I Simple electric potential and Laplace equation

dRic2

Gold Member
Imagine to be in 2 dimensions and you have to find the potential generated by 4 point-charges of equal charge located at the four corners of a square.

To do that I think we simply add all the contributions of each single charge:
$$V_i(x, y) = - \frac k {| \mathbf r - \mathbf r_i|}$$
$$V(x, y) = \sum_i^4 V_i(x,y)$$
where $\mathbf r_i$ is the location of each charge. In particular if I choose the origin of the cartesian coordinates at the center of the square I get (the side of the square was set equal to 2):
$\mathbf r_1 = (-1, -1)$
$\mathbf r_2 = (-1, +1)$
$\mathbf r_3 = (+1, +1)$
$\mathbf r_4 = (+1, -1)$

Now. If I plotted it correctly I get something like this:   Which clearly has a maximum.

Now consider a circle centered at the origin but smaller than the square so that it contains no charges. Here I can write the Laplace equation:
$$\Delta V = 0$$
$$+ \text{boundary conditions}$$

A particular property of solutions of the Laplace equation is that they can have no local minimum or maximum: al extrema must occur at the boundary. This follows from the property of harmonic functions.

What am I doing wrong here ?

Thanks fro the help.

Last edited:
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BvU

Homework Helper
wikipedia said:
other than the exceptional case where f is constant
work out $V(0,0)$ and conclude that ${\partial^2 V\over\partial x^2} = 0$ (idem $y$) there ! I missed a ${1/over 2}$ -- twice -- so I ended up with non-zero. Puzzled...

btw: nice picture And I dont's see the $\pm \sqrt 2$, just $\pm 1$ Last edited:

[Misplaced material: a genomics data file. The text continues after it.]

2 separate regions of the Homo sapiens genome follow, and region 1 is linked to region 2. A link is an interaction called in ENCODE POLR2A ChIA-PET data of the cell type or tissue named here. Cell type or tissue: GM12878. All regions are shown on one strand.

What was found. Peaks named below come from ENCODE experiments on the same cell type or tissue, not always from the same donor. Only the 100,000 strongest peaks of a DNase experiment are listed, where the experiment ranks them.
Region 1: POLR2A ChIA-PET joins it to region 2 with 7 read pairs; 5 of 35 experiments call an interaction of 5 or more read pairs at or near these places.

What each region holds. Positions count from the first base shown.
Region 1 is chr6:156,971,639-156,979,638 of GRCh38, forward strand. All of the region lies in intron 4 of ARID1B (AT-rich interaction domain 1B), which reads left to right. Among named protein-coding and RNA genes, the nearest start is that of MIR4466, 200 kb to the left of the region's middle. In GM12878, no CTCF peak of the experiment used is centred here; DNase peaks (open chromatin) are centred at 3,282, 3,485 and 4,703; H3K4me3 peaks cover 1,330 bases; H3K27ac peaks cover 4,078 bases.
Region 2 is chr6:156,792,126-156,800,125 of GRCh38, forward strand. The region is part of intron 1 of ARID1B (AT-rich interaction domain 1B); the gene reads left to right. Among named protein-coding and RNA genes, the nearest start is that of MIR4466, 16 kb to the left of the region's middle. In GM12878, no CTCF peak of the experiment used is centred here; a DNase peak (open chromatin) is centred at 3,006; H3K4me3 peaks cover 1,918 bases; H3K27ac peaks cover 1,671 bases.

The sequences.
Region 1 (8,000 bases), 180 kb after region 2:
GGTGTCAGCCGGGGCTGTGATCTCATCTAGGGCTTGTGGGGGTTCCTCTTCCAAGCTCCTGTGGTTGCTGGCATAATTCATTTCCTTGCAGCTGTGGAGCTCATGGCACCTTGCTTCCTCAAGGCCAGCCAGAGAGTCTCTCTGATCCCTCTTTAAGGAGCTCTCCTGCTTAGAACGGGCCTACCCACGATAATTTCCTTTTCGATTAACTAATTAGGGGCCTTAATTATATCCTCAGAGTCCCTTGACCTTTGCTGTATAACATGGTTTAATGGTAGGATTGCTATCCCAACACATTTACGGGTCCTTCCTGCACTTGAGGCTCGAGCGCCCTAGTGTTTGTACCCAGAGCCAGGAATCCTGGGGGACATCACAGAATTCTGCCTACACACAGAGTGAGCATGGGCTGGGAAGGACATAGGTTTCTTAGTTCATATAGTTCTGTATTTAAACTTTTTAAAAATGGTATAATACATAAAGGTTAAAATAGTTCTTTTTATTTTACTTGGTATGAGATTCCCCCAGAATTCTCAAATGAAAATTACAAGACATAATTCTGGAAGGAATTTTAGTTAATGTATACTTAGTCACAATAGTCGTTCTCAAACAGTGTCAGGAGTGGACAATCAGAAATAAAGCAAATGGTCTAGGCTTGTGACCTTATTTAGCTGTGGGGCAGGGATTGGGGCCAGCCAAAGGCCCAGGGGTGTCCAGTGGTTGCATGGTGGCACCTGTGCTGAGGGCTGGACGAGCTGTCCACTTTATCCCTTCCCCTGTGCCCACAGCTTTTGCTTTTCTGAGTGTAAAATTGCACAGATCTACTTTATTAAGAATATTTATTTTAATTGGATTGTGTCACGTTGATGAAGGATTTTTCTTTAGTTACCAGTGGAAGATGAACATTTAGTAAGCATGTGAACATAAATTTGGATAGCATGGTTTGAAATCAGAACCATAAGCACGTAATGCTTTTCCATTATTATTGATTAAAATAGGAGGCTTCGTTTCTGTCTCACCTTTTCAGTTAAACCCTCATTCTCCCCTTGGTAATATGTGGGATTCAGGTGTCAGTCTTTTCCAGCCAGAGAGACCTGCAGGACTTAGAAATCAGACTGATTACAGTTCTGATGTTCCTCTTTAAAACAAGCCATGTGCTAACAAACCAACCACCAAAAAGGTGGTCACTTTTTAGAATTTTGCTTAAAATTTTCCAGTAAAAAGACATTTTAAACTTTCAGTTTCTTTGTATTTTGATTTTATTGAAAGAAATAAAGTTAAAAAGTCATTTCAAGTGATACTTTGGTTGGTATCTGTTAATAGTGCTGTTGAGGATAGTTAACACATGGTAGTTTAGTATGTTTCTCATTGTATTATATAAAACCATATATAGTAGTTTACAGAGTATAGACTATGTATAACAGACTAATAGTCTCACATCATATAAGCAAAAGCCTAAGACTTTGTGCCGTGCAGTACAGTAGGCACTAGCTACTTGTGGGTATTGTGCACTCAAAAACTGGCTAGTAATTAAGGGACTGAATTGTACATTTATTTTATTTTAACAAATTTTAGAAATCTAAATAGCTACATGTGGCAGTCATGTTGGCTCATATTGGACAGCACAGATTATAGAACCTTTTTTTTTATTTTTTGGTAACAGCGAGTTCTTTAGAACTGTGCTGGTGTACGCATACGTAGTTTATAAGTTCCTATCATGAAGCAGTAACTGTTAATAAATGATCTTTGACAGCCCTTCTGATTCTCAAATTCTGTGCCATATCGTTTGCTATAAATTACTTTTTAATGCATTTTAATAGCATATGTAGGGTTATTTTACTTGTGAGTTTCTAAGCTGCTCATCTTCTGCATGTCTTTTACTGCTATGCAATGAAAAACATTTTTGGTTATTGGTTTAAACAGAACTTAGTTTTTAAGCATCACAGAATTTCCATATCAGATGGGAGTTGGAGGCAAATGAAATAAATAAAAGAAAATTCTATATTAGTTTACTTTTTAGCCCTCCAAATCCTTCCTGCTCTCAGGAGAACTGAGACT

dRic2

Gold Member
And I dont's see the ±√2±2\pm \sqrt 2, just ±1±1\pm 1 Sorry, I corrected the graphs. It looks flatter but numerically I'm still able to find a maximum value at the origin.

work out $V(0,0)$ and conclude that ${\partial^2 V\over\partial x^2} = 0$ (idem $y$) there ! I missed a ${1/over 2}$ -- twice -- so I ended up with non-zero. Puzzled...
Sorry, I'm not following. Can you explain a little more please ?

BvU

Homework Helper
I added the four $V_i$ at $(\varepsilon,0)$ and figured the $\varepsilon$ and $\varepsilon^2$ terms would vanish -- but they don't ...

Let the four charges be located at $(1, 0), (0,1), (-1,0), (0,-1),$ then $$V_i(\varepsilon,0)={1\over 1-\mathstrut\varepsilon}+{1\over \sqrt{1+\varepsilon^2}}+{1\over 1+\varepsilon}+ {1\over \sqrt{1+\varepsilon^2}}$$

use Taylor and I'm left with $4+\varepsilon^2\qquad$ -- logical because of symmetry, but I expected 2nd and 3rd order terms to vanish ... they don't and that leaves me puzzled

Dale

Mentor
A particular property of solutions of the Laplace equation is that they can have no local minimum or maximum: al extrema must occur at the boundary. This follows from the property of harmonic functions.

What am I doing wrong here ?
You are looking in only 2D for a function which is in 3D. If you plot the solution in the z direction you will see that the origin is not in fact a maximum, it is a saddle point. It is a maximum along lines parallel to x or y, but a minimum along lines parallel to z, thus it is a saddle point. The maxima and minima do indeed occur on the boundaries.

Here is a plot in x and z, where I plotted from -0.5 to +0.5 on each axis instead of -1 to +1 so that the shape is more visible. The same trend holds further out but it is harder to see. • BvU and dRic2

dRic2

Gold Member
I see. Thank you. But this leads me to think that I can't write a Laplace equation in 2 dimension for the the above problem, right ?

BvU

Homework Helper
Kudos @Dale ! to forget ${\partial^2 V\over\partial z^2} < 0$

Dale

Mentor
I see. Thank you. But this leads me to think that I can't write a Laplace equation in 2 dimension for the the above problem, right ?
Well, you certainly can write a Laplace equation in 2 dimensions, but I don't know how you would write Maxwell's equations in 2 spatial dimensions. Also, if you did write Maxwell's equations in 2 dimensions I don't know what the potential would look like and I don't know if it would still satisfy Laplace's equation (I suspect not). So the 2-D issue isn't actually with Laplace's equation but Maxwell's.

• dRic2

dRic2

Gold Member
Yes, I meant Laplace equation as a consequence of 1st maxwell equation (gauss equation) written for the potential instead.

"Simple electric potential and Laplace equation"

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